When more than two wells are employed, the satne procedure is employed to the step of reducing pressure in the fracturing well and opening a channel from the target well. From that point, each of the several wells will alternately be utilized as'the injection well with the remaining wells serving recovery wells. It may be necessary to provide pack pressure 'alves on the wells to control the flow from the producing wells at the same level, thus preventing undue enlargement of the cavern being formed at any particular location. When more than one target well is involved, the fracture will reach each of these wells at different times. It is desirable that the pressure in the first wells reached be maintained until the fracture reaches all of the target wells and that solvent injection be initiated from the target wells to the fracturing wells at about the same time.

Having thus described the invention, we claim:

1. In creating flow channel between bore holes in a subterranean soluble formation, the improvement com- 0 prising:

(a) Initiating a horizontal fracture from one of said bore holes, the injection bore hole, in the direction of the remaining bore holes, the target bore holes, by means of injecting a fracturing fluid into the injection bore hole;

(b) Introducing a propping agent into said fracturing fluid after initial break-through and prior to the extension of the initiated fracture reaching the target bore holes;

(c) Introducing solvent for said soluble formation into the target bore holes where said fracture reaches said target bore holes while continuing to inject frac turing fluid into injection bore hole;

(d) Ccasing injection of fracturing fluid and reducing pressure on said injection bore hole while continuing to inject solvent from said target bore holes; and

(e) Lowe-ring the pressure of solvent injection to below the fracturing pressure and recovering solvent from said injection bore hole until flow channel is created.

2. The improvement of claim 1 wherein solvent injection is alternately injected in ditfcrent bore holes and recovered alternately from different bore holes once the flow channel is completed to enlarge the cavern or channel being formed by solution of soluble formation into the solvent.

3. The improvement of claim 2 wherein said propping agent is deformable under the pressure of the overburden when said fracturing pressure is lowered.

4. The improvement of claim 3 wherein said soluble formation is soluble in water and water is said solvent.

5. The improvement of claim 4 wherein the fracturing fluid is water saturated with respect to said soluble formation.

6. The improvement of claim 5 wherein said soluble formation comprises KCl.

7. The improvement of claim 5 wherein said soluble formation comprises NaCl.

8. The improvement of claim 5 wherein said soluble formation comprises trona.

References Cited UNITED STATES PATENTS 3,220,475 11/1965 Brandon.

ERNEST R. PURSER, Primary Examiner.

Patent Citations
Cited PatentFiling datePublication dateApplicantTitle
US2880587 *Dec 31, 1953Apr 7, 1959Phillips Petroleum CoHydraulic fracturing to develop underground storage caverns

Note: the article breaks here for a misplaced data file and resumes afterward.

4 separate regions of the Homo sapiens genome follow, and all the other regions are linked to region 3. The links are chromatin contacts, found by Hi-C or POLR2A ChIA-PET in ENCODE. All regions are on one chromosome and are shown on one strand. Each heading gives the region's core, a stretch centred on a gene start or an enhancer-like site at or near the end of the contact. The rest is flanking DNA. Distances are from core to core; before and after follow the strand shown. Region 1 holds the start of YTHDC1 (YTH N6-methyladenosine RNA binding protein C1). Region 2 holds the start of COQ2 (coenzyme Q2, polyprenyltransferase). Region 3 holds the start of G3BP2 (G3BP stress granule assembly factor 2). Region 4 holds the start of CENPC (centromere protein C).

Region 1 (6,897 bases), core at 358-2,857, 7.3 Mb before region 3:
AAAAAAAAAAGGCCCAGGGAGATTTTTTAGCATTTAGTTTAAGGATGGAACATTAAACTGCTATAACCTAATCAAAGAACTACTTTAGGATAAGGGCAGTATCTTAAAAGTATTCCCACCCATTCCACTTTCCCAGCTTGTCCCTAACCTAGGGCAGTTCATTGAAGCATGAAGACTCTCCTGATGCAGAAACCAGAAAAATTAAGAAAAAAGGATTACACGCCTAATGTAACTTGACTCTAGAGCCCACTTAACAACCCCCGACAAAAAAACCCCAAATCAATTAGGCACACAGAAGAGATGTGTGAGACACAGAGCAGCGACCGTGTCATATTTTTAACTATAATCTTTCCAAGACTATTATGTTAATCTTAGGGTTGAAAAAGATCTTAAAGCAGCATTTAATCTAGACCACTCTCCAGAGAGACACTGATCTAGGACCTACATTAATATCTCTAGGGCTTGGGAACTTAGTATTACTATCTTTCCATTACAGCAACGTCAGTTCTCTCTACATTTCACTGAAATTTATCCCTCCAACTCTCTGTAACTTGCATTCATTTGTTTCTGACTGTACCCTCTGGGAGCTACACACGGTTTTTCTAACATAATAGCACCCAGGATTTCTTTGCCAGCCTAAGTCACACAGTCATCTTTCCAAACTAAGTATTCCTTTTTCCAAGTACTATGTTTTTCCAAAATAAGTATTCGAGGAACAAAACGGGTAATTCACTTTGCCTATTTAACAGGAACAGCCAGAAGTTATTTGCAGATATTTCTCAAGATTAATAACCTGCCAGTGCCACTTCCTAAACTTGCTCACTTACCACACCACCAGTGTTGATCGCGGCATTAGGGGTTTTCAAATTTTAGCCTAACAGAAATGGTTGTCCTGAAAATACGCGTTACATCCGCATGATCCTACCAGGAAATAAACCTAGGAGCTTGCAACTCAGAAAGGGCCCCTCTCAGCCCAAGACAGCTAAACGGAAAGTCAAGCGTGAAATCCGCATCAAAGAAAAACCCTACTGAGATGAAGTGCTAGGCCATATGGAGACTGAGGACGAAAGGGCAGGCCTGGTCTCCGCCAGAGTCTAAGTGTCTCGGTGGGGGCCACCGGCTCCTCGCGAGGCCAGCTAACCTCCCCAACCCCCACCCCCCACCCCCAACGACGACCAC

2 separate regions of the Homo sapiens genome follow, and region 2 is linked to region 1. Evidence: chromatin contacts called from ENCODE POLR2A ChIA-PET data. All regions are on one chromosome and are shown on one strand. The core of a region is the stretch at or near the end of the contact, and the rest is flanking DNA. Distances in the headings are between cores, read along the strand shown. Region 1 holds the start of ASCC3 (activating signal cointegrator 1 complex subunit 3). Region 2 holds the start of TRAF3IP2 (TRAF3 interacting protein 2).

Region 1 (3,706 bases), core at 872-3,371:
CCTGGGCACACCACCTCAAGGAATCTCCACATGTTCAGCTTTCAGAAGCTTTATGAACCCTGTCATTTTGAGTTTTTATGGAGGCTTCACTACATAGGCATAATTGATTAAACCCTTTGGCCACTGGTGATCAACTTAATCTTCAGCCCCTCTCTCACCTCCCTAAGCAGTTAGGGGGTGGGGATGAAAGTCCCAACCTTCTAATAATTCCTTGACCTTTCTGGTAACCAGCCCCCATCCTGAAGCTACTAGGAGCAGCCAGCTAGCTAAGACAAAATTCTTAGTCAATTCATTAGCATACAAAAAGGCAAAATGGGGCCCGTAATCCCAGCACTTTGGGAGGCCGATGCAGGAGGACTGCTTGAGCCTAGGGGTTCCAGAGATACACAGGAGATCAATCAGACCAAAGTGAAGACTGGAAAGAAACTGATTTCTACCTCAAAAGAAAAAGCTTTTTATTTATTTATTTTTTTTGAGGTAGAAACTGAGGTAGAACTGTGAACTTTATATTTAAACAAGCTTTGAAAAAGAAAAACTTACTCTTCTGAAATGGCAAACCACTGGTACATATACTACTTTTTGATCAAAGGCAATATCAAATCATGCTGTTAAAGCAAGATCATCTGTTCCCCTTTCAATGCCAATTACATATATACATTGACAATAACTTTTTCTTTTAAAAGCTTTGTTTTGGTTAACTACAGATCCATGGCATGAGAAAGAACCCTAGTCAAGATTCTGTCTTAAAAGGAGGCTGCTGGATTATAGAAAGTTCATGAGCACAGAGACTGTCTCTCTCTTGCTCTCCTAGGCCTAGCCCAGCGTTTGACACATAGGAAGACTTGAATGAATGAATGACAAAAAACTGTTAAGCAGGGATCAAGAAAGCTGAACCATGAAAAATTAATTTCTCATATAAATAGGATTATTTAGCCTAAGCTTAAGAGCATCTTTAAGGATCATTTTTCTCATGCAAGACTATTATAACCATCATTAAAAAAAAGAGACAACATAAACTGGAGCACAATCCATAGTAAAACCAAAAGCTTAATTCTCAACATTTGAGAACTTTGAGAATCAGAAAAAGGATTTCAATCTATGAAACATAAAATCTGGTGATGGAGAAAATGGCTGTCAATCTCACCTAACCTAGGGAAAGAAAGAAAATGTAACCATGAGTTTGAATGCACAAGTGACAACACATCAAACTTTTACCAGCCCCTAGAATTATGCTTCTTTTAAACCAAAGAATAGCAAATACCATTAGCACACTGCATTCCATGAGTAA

US2952449 *Feb 1, 1957Sep 13, 1960Fmc CorpMethod of forming underground communication between boreholes
US3058730 *Jun 3, 1960Oct 16, 1962Fmc CorpMethod of forming underground communication between boreholes
US3129761 *Jan 23, 1963Apr 21, 1964Dow Chemical CoMethod of establishing communication between wells
US3220475 *Oct 11, 1963Nov 30, 1965Harvey B JacobsonMethod for fluid pressure fracturing of formation and fluid recovery therefrom
Referenced by
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US3481401 *Jan 25, 1968Dec 2, 1969Exxon Production Research CoSelf-bridging fractures
US3865435 *Dec 6, 1973Feb 11, 1975Girard Iii LucienStimulation of recovery from underground deposits
US4068718 *Oct 26, 1976Jan 17, 1978Exxon Production Research CompanyHydraulic fracturing method using sintered bauxite propping agent
US4071278 *Jan 27, 1975Jan 31, 1978Carpenter Neil LLeaching methods and apparatus
US4398769 *Nov 12, 1980Aug 16, 1983Occidental Research CorporationMethod for fragmenting underground formations by hydraulic pressure
US4662440 *Jun 20, 1986May 5, 1987Conoco Inc.Methods for obtaining well-to-well flow communication
US4754808 *Jan 16, 1987Jul 5, 1988Conoco Inc.Methods for obtaining well-to-well flow communication
US6059034 *May 27, 1998May 9, 2000Bj Services CompanyFormation treatment method using deformable particles
US6330916Mar 6, 2000Dec 18, 2001Bj Services CompanyFormation treatment method using deformable particles
US6364018May 25, 2000Apr 2, 2002Bj Services CompanyLightweight methods and compositions for well treating
US6439309Dec 13, 2000Aug 27, 2002Bj Services CompanyCompositions and methods for controlling particulate movement in wellbores and subterranean formations
US6508305Sep 14, 2000Jan 21, 2003Bj Services CompanyCompositions and methods for cementing using elastic particles
US6749025May 25, 2000Jun 15, 2004Bj Services CompanyLightweight methods and compositions for sand control
US6772838Apr 1, 2002Aug 10, 2004Bj Services CompanyLightweight particulate materials and uses therefor
US6877560Jul 19, 2002Apr 12, 2005Halliburton Energy ServicesMethods of preventing the flow-back of particulates deposited in subterranean formations
US7926561 *Oct 30, 2008Apr 19, 2011Shell Oil CompanySystems and methods for producing oil and/or gas
US8136590 *May 17, 2007Mar 20, 2012Shell Oil CompanySystems and methods for producing oil and/or gas
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US8596371Mar 15, 2012Dec 3, 2013Shell Oil CompanyMethods for producing oil and/or gas
US20040014608 *Jul 19, 2002Jan 22, 2004Nguyen Philip D.Methods of preventing the flow-back of particulates deposited in subterranean formations
US20050028979 *Jul 27, 2004Feb 10, 2005Brannon Harold DeanMethods and compositions of a storable relatively lightweight proppant slurry for hydraulic fracturing and gravel packing applications
US20080023198 *May 17, 2007Jan 31, 2008Chia-Fu HsuSystems and methods for producing oil and/or gas
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U.S. Classification299/4, 166/308.1, 166/280.1
International ClassificationE21B43/00, E21B43/25, E21B43/28, E21B43/26
Cooperative ClassificationE21B43/283, E21B43/26
European ClassificationE21B43/28K, E21B43/26